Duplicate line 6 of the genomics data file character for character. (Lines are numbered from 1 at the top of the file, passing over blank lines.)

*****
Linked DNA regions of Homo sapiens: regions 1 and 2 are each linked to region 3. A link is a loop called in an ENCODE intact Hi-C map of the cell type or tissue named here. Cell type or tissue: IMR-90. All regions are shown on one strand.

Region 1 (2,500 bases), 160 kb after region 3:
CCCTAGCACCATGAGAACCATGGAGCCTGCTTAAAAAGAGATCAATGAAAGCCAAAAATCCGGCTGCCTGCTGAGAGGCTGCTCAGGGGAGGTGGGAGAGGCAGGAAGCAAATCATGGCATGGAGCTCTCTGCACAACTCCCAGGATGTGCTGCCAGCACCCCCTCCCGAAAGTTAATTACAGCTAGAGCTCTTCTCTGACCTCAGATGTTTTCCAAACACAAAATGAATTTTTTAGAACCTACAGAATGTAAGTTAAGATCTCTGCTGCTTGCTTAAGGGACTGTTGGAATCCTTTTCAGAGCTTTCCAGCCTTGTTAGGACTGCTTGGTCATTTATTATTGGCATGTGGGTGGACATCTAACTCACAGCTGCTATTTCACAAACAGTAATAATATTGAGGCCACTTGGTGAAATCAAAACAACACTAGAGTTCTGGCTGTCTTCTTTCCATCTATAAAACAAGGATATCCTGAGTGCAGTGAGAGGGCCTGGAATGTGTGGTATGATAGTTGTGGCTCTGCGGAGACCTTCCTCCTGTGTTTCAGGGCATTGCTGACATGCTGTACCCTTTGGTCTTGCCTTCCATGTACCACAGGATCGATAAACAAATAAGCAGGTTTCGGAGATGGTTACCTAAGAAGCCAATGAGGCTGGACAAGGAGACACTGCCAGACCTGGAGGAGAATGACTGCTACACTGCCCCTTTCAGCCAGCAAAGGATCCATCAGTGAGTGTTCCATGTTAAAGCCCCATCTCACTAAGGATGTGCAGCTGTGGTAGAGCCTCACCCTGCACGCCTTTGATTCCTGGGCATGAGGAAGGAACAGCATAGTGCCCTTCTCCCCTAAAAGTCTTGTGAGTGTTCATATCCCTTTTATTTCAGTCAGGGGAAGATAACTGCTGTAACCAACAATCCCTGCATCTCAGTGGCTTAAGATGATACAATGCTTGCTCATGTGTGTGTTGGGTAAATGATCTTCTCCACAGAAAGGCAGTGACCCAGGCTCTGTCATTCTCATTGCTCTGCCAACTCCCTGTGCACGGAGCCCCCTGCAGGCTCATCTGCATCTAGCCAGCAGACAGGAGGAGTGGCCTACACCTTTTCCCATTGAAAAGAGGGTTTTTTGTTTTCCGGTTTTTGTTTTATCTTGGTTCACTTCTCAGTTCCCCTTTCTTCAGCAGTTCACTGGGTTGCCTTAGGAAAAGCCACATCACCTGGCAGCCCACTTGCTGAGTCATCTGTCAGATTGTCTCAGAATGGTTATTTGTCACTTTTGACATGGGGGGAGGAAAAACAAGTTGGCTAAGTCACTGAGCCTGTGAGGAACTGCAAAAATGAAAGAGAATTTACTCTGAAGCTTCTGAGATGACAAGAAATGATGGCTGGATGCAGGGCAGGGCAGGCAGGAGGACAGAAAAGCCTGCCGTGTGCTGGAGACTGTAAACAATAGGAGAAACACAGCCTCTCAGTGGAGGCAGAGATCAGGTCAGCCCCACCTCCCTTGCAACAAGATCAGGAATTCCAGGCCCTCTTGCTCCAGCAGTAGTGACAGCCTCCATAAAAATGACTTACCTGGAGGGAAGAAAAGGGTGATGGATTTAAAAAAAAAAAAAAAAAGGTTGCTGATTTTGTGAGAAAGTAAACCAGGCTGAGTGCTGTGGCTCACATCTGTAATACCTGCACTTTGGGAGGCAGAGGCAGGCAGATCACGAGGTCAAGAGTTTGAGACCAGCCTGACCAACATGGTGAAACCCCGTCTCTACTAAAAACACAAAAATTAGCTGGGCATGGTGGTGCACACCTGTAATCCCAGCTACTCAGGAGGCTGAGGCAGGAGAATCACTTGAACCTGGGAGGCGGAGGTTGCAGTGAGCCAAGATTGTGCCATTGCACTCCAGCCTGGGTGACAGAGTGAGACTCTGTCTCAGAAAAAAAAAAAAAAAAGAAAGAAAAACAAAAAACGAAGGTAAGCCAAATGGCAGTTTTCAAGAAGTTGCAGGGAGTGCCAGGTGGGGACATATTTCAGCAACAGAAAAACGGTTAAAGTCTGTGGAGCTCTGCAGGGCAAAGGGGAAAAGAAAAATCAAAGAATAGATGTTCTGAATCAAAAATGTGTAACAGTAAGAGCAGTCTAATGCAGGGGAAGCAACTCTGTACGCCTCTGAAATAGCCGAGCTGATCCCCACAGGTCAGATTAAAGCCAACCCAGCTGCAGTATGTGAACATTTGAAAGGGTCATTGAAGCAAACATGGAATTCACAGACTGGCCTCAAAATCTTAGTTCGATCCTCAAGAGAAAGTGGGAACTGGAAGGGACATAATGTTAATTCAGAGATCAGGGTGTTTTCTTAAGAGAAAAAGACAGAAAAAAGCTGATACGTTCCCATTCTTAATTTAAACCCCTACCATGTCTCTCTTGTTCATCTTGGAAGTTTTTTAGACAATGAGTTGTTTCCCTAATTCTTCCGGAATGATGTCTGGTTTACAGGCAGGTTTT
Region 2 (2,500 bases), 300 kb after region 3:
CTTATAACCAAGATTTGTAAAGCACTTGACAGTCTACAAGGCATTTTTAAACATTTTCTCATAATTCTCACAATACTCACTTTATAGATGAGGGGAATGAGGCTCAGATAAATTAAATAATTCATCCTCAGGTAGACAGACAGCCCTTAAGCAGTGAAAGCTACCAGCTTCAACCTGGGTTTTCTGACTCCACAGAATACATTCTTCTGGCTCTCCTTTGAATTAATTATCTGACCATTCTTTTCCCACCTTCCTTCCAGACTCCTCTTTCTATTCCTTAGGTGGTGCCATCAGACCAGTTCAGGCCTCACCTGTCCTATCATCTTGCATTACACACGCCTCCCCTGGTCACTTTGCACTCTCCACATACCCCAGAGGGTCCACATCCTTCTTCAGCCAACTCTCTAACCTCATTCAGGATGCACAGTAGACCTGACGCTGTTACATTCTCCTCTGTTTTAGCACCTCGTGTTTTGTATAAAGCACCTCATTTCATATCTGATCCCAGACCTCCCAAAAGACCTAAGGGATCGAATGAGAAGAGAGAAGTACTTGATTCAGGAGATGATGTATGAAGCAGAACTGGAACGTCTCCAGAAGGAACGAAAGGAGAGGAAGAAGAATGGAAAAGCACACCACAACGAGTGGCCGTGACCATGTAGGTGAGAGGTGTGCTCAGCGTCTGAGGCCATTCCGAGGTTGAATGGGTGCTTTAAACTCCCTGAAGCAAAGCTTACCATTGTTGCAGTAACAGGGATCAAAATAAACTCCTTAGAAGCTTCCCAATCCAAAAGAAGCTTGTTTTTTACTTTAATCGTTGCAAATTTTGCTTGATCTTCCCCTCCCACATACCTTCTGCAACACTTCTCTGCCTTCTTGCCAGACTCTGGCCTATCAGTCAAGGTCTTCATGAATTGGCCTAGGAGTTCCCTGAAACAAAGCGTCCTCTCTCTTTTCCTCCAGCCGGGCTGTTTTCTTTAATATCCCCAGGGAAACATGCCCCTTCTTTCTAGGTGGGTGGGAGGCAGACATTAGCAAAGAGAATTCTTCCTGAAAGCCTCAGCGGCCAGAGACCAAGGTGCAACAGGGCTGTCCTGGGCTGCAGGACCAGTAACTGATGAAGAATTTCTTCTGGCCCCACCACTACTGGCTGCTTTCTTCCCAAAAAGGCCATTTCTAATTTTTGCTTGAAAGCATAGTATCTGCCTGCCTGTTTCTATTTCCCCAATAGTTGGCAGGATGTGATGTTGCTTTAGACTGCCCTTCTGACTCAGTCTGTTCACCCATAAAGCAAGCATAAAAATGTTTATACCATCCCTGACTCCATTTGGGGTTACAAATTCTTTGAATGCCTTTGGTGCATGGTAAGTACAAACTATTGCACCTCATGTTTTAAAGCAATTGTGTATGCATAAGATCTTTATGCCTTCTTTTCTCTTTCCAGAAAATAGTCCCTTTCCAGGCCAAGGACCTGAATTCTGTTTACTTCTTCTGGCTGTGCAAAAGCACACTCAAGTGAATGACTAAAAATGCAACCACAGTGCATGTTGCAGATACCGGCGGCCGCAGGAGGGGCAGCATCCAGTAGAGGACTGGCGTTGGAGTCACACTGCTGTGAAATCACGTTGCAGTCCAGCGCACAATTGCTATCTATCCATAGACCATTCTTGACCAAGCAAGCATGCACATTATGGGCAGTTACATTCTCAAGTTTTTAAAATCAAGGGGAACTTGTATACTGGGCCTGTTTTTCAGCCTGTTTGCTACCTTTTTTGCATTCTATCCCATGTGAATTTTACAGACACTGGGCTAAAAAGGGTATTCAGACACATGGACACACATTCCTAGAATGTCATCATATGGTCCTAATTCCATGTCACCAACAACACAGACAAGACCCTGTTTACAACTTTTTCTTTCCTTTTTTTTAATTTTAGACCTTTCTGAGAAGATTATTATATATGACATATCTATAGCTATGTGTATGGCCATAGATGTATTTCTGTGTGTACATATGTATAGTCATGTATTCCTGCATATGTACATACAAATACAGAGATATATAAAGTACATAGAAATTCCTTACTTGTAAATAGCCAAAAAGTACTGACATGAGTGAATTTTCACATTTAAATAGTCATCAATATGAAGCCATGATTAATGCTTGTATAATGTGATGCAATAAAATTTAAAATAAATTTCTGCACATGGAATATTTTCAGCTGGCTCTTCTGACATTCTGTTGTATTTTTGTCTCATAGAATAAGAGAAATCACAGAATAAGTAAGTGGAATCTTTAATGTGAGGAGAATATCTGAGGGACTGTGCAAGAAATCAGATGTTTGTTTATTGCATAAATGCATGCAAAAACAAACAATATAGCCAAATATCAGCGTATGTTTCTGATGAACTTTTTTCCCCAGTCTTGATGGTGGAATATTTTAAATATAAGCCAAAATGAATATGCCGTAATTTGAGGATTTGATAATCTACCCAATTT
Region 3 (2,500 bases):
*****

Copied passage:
Region 3 (2,500 bases):